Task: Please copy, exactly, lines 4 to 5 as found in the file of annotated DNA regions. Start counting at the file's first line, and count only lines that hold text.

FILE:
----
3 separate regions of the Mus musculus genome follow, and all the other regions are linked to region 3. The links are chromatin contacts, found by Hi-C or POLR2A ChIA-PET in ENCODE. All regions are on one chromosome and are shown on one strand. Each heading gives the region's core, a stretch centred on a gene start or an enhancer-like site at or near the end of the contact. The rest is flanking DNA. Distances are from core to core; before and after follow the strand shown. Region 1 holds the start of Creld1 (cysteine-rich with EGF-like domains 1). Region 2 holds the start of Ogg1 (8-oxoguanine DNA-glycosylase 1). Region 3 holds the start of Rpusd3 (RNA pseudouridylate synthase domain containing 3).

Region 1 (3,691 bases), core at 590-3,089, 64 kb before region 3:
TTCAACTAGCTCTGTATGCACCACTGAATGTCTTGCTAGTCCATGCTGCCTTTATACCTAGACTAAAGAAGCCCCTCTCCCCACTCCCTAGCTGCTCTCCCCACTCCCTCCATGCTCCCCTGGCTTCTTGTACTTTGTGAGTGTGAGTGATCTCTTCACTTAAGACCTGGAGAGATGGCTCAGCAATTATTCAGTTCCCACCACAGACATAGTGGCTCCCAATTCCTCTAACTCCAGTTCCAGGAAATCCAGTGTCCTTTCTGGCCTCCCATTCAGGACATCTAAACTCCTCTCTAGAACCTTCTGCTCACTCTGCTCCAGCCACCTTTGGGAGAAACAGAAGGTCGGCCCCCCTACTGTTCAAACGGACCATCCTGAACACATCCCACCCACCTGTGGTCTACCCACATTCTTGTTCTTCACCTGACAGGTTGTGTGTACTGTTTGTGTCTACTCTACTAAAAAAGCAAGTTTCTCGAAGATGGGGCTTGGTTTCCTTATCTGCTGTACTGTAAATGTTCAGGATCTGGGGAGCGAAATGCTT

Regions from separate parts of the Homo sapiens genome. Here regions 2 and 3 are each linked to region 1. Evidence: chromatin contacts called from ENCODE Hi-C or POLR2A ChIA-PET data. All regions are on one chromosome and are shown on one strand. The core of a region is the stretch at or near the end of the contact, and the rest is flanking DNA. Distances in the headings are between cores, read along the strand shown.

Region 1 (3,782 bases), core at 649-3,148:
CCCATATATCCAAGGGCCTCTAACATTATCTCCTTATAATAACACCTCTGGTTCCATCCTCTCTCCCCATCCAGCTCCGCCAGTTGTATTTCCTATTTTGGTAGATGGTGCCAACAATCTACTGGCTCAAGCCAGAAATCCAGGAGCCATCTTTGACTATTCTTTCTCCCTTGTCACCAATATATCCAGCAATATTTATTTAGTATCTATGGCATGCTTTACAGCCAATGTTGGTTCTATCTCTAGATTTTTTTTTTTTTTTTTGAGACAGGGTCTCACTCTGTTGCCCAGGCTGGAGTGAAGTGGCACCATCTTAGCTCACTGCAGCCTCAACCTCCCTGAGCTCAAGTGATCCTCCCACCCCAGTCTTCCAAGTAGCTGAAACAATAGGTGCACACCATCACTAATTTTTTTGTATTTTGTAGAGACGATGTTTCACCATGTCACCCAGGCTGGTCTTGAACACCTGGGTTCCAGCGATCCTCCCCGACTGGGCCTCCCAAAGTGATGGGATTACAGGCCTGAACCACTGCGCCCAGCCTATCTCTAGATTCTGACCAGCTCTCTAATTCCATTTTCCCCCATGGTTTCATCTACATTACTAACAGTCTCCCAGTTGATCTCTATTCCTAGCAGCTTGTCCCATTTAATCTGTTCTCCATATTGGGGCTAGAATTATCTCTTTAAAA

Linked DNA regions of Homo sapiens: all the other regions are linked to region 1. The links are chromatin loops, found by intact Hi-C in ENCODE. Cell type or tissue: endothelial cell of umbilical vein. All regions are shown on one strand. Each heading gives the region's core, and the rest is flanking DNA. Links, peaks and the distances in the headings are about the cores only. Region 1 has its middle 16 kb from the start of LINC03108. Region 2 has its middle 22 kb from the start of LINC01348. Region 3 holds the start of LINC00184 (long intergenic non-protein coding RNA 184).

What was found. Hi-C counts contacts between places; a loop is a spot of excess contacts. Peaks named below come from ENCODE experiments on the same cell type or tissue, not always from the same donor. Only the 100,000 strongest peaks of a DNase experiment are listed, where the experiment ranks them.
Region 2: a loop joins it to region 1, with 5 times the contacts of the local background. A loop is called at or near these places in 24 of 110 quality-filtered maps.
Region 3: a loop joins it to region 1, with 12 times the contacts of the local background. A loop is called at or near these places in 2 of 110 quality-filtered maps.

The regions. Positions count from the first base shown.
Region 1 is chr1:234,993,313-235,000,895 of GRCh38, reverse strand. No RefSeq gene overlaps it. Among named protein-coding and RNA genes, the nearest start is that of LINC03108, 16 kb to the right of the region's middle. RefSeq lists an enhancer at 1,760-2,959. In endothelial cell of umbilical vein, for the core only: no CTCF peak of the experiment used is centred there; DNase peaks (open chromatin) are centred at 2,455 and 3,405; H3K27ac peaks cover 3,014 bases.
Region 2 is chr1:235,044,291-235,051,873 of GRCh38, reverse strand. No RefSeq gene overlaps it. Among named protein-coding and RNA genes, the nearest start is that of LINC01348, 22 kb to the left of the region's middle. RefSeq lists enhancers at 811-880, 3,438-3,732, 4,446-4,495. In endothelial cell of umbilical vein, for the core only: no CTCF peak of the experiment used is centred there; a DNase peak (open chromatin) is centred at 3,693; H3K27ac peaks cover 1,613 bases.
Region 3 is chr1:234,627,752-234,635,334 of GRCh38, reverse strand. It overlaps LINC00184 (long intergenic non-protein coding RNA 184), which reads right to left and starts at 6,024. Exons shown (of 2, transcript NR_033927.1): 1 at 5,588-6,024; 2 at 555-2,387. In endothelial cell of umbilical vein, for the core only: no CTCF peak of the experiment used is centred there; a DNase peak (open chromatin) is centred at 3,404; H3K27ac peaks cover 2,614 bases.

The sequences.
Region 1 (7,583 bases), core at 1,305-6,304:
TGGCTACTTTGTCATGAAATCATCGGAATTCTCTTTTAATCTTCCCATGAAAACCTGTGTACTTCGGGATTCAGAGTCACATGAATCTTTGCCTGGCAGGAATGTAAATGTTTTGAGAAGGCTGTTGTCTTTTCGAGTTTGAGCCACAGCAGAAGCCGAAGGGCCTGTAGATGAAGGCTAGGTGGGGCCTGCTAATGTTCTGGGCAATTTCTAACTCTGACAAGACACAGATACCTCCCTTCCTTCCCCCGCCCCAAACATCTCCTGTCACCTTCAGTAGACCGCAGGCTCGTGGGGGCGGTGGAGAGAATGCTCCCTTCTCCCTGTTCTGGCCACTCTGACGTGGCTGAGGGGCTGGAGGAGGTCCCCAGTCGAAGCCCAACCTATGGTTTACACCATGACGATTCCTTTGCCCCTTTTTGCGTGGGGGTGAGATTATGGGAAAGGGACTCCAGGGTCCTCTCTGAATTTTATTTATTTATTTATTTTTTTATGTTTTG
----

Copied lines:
Regions from separate parts of the Homo sapiens genome. Here regions 2 and 3 are each linked to region 1. Evidence: chromatin contacts called from ENCODE Hi-C or POLR2A ChIA-PET data. All regions are on one chromosome and are shown on one strand. The core of a region is the stretch at or near the end of the contact, and the rest is flanking DNA. Distances in the headings are between cores, read along the strand shown.

Region 1 (3,782 bases), core at 649-3,148: